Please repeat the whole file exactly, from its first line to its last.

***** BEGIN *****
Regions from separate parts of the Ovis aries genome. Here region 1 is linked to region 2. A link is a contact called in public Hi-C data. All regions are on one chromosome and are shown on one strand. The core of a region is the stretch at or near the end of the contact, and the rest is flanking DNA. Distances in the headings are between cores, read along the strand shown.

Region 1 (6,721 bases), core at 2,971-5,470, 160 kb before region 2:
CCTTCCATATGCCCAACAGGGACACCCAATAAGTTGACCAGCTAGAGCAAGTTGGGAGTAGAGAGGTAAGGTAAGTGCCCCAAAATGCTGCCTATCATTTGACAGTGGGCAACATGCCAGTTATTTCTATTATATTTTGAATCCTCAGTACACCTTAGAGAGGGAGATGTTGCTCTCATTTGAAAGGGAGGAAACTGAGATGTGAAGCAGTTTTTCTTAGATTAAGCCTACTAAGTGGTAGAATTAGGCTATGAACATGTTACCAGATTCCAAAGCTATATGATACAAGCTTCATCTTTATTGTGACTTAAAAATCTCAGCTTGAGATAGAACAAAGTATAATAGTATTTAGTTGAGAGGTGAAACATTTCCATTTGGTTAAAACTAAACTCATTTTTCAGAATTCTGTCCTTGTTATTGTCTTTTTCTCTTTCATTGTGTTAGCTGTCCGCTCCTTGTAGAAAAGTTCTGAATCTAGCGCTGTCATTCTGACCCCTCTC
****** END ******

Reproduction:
Regions from separate parts of the Ovis aries genome. Here region 1 is linked to region 2. A link is a contact called in public Hi-C data. All regions are on one chromosome and are shown on one strand. The core of a region is the stretch at or near the end of the contact, and the rest is flanking DNA. Distances in the headings are between cores, read along the strand shown.

Region 1 (6,721 bases), core at 2,971-5,470, 160 kb before region 2:
CCTTCCATATGCCCAACAGGGACACCCAATAAGTTGACCAGCTAGAGCAAGTTGGGAGTAGAGAGGTAAGGTAAGTGCCCCAAAATGCTGCCTATCATTTGACAGTGGGCAACATGCCAGTTATTTCTATTATATTTTGAATCCTCAGTACACCTTAGAGAGGGAGATGTTGCTCTCATTTGAAAGGGAGGAAACTGAGATGTGAAGCAGTTTTTCTTAGATTAAGCCTACTAAGTGGTAGAATTAGGCTATGAACATGTTACCAGATTCCAAAGCTATATGATACAAGCTTCATCTTTATTGTGACTTAAAAATCTCAGCTTGAGATAGAACAAAGTATAATAGTATTTAGTTGAGAGGTGAAACATTTCCATTTGGTTAAAACTAAACTCATTTTTCAGAATTCTGTCCTTGTTATTGTCTTTTTCTCTTTCATTGTGTTAGCTGTCCGCTCCTTGTAGAAAAGTTCTGAATCTAGCGCTGTCATTCTGACCCCTCTC